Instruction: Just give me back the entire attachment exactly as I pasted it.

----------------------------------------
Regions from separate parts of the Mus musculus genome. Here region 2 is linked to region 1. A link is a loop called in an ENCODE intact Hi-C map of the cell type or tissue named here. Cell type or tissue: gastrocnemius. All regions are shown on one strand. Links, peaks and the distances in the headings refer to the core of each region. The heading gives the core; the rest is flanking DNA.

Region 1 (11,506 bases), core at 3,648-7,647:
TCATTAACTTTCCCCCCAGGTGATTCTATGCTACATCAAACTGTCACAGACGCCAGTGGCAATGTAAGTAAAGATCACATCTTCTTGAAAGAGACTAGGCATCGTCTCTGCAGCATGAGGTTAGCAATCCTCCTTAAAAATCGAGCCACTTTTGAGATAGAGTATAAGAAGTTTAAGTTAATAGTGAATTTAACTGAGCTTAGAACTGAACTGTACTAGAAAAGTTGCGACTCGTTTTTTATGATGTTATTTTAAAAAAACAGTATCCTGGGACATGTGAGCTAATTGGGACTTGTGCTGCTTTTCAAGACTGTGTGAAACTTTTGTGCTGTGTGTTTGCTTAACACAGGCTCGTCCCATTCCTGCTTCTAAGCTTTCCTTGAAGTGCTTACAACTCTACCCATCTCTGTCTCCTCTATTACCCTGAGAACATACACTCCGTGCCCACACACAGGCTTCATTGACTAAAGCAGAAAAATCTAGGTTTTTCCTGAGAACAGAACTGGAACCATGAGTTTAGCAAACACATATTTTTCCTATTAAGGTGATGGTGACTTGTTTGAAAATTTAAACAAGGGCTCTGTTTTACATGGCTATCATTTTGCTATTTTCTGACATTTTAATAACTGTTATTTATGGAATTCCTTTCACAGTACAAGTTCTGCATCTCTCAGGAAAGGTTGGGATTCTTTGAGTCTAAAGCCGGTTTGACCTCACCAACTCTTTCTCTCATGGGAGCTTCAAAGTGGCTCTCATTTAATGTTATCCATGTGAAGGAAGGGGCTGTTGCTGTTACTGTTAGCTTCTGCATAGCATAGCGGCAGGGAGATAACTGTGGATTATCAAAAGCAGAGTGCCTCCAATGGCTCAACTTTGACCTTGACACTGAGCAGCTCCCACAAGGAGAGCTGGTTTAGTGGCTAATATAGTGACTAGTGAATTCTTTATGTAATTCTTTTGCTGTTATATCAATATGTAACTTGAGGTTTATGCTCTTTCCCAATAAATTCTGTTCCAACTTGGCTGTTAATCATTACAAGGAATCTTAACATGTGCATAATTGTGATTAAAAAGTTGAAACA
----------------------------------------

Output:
Regions from separate parts of the Mus musculus genome. Here region 2 is linked to region 1. A link is a loop called in an ENCODE intact Hi-C map of the cell type or tissue named here. Cell type or tissue: gastrocnemius. All regions are shown on one strand. Links, peaks and the distances in the headings refer to the core of each region. The heading gives the core; the rest is flanking DNA.

Region 1 (11,506 bases), core at 3,648-7,647:
TCATTAACTTTCCCCCCAGGTGATTCTATGCTACATCAAACTGTCACAGACGCCAGTGGCAATGTAAGTAAAGATCACATCTTCTTGAAAGAGACTAGGCATCGTCTCTGCAGCATGAGGTTAGCAATCCTCCTTAAAAATCGAGCCACTTTTGAGATAGAGTATAAGAAGTTTAAGTTAATAGTGAATTTAACTGAGCTTAGAACTGAACTGTACTAGAAAAGTTGCGACTCGTTTTTTATGATGTTATTTTAAAAAAACAGTATCCTGGGACATGTGAGCTAATTGGGACTTGTGCTGCTTTTCAAGACTGTGTGAAACTTTTGTGCTGTGTGTTTGCTTAACACAGGCTCGTCCCATTCCTGCTTCTAAGCTTTCCTTGAAGTGCTTACAACTCTACCCATCTCTGTCTCCTCTATTACCCTGAGAACATACACTCCGTGCCCACACACAGGCTTCATTGACTAAAGCAGAAAAATCTAGGTTTTTCCTGAGAACAGAACTGGAACCATGAGTTTAGCAAACACATATTTTTCCTATTAAGGTGATGGTGACTTGTTTGAAAATTTAAACAAGGGCTCTGTTTTACATGGCTATCATTTTGCTATTTTCTGACATTTTAATAACTGTTATTTATGGAATTCCTTTCACAGTACAAGTTCTGCATCTCTCAGGAAAGGTTGGGATTCTTTGAGTCTAAAGCCGGTTTGACCTCACCAACTCTTTCTCTCATGGGAGCTTCAAAGTGGCTCTCATTTAATGTTATCCATGTGAAGGAAGGGGCTGTTGCTGTTACTGTTAGCTTCTGCATAGCATAGCGGCAGGGAGATAACTGTGGATTATCAAAAGCAGAGTGCCTCCAATGGCTCAACTTTGACCTTGACACTGAGCAGCTCCCACAAGGAGAGCTGGTTTAGTGGCTAATATAGTGACTAGTGAATTCTTTATGTAATTCTTTTGCTGTTATATCAATATGTAACTTGAGGTTTATGCTCTTTCCCAATAAATTCTGTTCCAACTTGGCTGTTAATCATTACAAGGAATCTTAACATGTGCATAATTGTGATTAAAAAGTTGAAACA